A long way behind

Heike Motzek was fit as a fiddle before getting long Covid.

A WOMAN who believes she’s suffering from long Covid says the WA government has dropped the ball and isn’t ready for the inevitable emergence of the condition.

Heike Motzek (55) contracted Covid four weeks ago and is still struggling with severe breathlessness, which makes even talking a challenge.

Ms Motzek says she’s drawn a blank from the health department, which didn’t have a mechanism to record her condition, while the only clinic set up to examine Covid-related respiratory problems will only see people for two weeks after they’ve contracted the disease.

Ms Motzek was fully vaccinated and had no underlying health conditions; as an active triathlete she was in excellent physical condition before the virus hit.

She’s tried to stay active, and says the struggle to take a breath is pretty much the same whether she’s exercising or talking to someone.

“So this is like I’m exercising all day long, every day, and that’s very exhausting.

Doctors can’t predict who’ll be left with long Covid, but it’s defined as a continuation of mild to severe symptoms which persist after four weeks; how long it will last is also something of an unknown.

Common symptoms include fatigue, breathlessness and in some cases cognitive impairment. 

Ms Motzek said she went to her GP when her symptoms continued to deteriorate despite testing negative to Covid, but without any congestion to hear and her oxygen levels looking normal, her complaint was initially dismissed.

“The only reason I got a chest x-ray was for my mental health –so I could see there was nothing wrong – until they saw that my bronchial tubes were actually inflamed.”

Ms Motzek said she then contacted the respiratory clinic, but got little help there.

“They didn’t actually do anything other than give me a post-it note with a government website that has a section 

on patient resources for breathlessness; it says sip hot water and talk to your GP.

“That was it.”

After finding the health department didn’t have a mechanism for recording long Covid cases, she wrote to WA health minister Amber-Jade Sanderson but got no reply.

An email to premier Mark McGowan’s electoral office got a reply telling her it was only for his Mandurah constituency.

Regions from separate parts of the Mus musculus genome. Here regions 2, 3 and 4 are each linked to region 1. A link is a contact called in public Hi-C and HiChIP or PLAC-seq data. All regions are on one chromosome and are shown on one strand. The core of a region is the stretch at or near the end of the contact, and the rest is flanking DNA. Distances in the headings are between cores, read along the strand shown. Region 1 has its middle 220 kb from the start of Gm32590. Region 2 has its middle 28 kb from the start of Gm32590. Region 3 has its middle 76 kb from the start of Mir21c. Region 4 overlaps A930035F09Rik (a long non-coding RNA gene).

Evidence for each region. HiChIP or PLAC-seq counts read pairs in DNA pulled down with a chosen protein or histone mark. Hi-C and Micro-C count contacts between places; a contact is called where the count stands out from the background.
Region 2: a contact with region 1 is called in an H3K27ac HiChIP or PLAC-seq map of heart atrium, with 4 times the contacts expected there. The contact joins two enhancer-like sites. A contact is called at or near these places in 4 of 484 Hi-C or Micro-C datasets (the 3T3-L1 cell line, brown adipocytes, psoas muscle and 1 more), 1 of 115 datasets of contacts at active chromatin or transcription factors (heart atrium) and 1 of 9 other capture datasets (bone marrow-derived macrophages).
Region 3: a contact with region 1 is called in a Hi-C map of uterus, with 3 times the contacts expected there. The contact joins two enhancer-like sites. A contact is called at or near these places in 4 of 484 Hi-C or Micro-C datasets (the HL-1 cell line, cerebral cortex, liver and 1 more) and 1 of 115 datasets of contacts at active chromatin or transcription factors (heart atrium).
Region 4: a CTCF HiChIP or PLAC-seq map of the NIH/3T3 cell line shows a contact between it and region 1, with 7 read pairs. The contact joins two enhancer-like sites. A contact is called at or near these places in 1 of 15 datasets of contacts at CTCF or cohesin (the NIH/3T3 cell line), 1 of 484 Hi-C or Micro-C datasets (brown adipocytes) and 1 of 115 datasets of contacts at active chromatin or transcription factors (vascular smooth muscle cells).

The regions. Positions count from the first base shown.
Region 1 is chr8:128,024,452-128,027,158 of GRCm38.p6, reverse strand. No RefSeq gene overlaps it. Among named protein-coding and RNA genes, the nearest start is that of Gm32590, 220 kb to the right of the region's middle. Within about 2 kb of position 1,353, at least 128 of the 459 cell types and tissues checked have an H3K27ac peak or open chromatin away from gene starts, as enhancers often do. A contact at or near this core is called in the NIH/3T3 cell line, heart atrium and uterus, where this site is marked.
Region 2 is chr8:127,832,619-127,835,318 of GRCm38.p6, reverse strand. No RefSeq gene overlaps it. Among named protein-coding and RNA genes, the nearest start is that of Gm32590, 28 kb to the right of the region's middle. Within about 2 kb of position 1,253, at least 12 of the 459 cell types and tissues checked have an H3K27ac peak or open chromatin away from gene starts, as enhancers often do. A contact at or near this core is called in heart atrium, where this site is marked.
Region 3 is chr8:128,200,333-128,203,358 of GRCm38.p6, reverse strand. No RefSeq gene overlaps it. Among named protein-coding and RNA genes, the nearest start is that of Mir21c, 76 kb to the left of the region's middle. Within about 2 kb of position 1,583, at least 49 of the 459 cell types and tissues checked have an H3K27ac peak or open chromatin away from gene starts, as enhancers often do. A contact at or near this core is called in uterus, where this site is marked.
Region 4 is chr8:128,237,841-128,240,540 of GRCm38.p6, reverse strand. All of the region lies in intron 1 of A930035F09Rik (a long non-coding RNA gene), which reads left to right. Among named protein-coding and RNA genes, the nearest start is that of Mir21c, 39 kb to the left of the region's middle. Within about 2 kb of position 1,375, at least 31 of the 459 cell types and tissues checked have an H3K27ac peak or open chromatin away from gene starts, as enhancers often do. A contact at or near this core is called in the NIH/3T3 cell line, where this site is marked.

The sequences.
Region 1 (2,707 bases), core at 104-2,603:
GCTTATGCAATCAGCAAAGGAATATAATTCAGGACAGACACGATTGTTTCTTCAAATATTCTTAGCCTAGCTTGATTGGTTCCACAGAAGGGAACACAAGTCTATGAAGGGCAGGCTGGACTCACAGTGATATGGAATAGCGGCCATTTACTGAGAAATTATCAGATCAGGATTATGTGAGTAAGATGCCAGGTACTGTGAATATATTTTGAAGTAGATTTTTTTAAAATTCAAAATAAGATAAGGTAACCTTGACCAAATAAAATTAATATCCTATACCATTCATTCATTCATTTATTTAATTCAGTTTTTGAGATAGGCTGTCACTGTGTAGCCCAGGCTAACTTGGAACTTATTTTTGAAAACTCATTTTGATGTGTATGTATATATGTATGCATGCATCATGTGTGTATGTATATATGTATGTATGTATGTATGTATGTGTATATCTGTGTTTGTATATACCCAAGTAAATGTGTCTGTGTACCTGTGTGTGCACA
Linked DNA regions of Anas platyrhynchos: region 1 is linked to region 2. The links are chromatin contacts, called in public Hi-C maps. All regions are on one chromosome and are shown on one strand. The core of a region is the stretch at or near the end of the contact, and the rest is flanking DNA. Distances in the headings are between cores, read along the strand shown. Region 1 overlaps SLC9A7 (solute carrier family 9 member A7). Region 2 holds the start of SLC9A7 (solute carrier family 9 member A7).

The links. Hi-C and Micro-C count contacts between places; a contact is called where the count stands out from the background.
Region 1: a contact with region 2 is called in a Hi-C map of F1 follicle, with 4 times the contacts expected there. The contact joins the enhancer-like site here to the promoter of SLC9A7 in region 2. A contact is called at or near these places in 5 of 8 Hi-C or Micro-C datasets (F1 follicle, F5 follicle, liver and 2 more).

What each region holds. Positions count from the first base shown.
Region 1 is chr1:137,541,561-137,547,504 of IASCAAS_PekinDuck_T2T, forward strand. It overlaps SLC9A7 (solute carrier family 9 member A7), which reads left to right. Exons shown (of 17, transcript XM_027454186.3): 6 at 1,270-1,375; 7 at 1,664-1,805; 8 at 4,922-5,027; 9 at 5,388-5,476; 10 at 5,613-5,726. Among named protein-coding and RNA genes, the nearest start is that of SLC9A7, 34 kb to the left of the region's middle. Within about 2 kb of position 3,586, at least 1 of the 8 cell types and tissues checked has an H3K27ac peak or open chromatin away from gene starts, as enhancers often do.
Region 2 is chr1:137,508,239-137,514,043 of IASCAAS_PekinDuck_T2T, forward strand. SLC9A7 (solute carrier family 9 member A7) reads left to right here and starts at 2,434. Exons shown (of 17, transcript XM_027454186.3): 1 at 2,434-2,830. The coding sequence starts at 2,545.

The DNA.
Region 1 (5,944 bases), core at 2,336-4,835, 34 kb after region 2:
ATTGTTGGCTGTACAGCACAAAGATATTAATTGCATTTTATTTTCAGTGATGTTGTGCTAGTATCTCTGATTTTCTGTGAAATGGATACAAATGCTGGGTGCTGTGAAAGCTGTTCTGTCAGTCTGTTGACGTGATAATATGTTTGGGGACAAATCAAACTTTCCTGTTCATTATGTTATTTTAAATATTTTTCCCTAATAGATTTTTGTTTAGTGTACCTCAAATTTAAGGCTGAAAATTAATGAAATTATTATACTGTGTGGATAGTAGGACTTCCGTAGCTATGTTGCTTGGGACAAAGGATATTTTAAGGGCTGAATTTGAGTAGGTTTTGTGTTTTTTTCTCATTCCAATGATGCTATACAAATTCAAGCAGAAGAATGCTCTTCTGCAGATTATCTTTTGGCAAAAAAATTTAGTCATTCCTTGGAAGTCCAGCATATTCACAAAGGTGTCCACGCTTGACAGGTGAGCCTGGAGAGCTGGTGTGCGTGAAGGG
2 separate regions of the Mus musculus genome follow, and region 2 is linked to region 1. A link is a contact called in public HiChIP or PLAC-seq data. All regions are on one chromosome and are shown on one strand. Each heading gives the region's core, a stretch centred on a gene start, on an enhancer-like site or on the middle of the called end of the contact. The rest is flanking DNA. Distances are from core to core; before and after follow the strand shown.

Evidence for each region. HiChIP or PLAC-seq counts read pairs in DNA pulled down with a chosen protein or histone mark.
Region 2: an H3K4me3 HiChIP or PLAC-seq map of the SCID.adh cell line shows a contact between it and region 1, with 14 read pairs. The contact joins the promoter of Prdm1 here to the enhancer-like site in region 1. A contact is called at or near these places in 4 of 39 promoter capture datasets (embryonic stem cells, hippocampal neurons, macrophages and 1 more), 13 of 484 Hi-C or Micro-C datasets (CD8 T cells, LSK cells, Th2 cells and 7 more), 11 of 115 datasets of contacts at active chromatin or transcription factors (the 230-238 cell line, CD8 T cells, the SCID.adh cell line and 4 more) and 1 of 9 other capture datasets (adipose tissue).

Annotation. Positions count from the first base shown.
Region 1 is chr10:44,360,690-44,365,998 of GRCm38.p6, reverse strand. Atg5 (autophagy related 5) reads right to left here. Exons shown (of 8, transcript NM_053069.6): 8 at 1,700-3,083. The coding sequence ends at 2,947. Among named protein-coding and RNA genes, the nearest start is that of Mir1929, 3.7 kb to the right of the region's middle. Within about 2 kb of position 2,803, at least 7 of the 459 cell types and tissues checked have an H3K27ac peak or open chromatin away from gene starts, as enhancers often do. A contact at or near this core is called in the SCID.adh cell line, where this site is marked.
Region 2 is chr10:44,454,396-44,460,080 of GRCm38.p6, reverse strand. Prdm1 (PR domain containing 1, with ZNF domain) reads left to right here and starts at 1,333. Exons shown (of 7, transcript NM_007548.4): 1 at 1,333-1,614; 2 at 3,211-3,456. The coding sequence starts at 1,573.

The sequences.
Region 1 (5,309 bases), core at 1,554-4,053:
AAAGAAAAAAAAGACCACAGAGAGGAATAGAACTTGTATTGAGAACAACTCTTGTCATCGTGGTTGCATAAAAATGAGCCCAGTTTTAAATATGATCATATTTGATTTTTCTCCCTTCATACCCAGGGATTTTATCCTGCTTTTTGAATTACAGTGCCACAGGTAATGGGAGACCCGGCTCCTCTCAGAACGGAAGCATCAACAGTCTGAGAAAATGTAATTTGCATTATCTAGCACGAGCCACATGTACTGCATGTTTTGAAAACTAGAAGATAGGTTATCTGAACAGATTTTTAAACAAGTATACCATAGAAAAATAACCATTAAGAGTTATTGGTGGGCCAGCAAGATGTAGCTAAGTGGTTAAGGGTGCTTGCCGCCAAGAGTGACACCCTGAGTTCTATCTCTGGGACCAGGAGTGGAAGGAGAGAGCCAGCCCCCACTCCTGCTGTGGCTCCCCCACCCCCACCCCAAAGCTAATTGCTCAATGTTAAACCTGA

“We had more time to prepare, and we should have looked at other countries to prepare,” Ms Motzek said.

She believes part of the problem was the rush to return to “normal” despite her belief even now “this isn’t normal”.

Ms Motzek wants the government to follow the lead of other countries and establish specialist long Covid clinics and points out many provide financial assistance for long Covid sufferers.

Her employer has provided Covid-related sick leave, but with her family back in her homeland Germany, Ms Motzek’s worried about what will happen if she can’t return to work soon.

She says her experience should be a lesson to other Sandgropers who shouldn’t ignore preventative measures on the presumption Omicron was a little sniffle.

A spokesperson from the health department said Covid-19 affected people in different ways and there was no standard recovery period. 

“Those concerned are encouraged to visit their GP to discuss their symptoms and management,” they said.

“Given case numbers for Covid-19 are only just peaking in Western Australia, it is too early to determine the number of people affected by long Covid.

“Recent studies suggest vaccinated people who have received at least two doses of vaccine are significantly less likely to have symptoms associated with long Covid after being infected with SARS-CoV-2.”

by SKYE WILLOW-WITHERS 

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